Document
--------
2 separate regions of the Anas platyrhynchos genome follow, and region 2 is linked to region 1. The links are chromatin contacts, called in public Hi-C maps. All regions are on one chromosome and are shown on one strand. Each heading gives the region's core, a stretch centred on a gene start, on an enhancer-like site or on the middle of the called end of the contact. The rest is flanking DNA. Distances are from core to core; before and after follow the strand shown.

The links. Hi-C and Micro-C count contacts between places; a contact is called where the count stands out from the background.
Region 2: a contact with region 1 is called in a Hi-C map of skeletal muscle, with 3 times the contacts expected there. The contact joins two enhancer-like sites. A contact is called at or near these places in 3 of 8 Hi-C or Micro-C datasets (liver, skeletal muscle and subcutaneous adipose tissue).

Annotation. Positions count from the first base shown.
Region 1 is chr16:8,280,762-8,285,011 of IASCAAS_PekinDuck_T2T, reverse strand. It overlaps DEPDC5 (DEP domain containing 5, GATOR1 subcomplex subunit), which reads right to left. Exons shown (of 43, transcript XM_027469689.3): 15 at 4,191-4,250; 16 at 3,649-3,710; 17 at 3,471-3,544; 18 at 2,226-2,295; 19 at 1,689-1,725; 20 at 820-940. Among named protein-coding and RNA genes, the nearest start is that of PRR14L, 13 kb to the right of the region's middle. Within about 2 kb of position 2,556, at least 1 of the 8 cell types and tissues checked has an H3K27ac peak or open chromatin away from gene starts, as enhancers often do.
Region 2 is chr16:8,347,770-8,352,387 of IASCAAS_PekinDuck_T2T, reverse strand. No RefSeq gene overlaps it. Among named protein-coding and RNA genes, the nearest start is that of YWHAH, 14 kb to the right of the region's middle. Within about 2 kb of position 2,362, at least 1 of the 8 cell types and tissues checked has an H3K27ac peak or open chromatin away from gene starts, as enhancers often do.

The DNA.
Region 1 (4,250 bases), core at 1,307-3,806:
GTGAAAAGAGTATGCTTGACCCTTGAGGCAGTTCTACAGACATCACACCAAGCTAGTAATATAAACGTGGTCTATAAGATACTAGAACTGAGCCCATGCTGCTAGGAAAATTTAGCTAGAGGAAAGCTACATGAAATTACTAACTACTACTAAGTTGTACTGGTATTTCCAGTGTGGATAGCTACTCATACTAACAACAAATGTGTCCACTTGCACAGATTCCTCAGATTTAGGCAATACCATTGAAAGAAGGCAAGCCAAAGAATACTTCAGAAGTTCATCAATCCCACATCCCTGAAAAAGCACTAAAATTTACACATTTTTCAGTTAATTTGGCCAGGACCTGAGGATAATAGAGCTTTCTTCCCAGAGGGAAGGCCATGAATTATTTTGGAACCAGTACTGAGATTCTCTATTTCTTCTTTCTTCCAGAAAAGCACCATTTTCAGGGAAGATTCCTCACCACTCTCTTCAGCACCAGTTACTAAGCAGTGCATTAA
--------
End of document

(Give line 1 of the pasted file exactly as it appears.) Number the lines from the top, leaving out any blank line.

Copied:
2 separate regions of the Anas platyrhynchos genome follow, and region 2 is linked to region 1. The links are chromatin contacts, called in public Hi-C maps. All regions are on one chromosome and are shown on one strand. Each heading gives the region's core, a stretch centred on a gene start, on an enhancer-like site or on the middle of the called end of the contact. The rest is flanking DNA. Distances are from core to core; before and after follow the strand shown.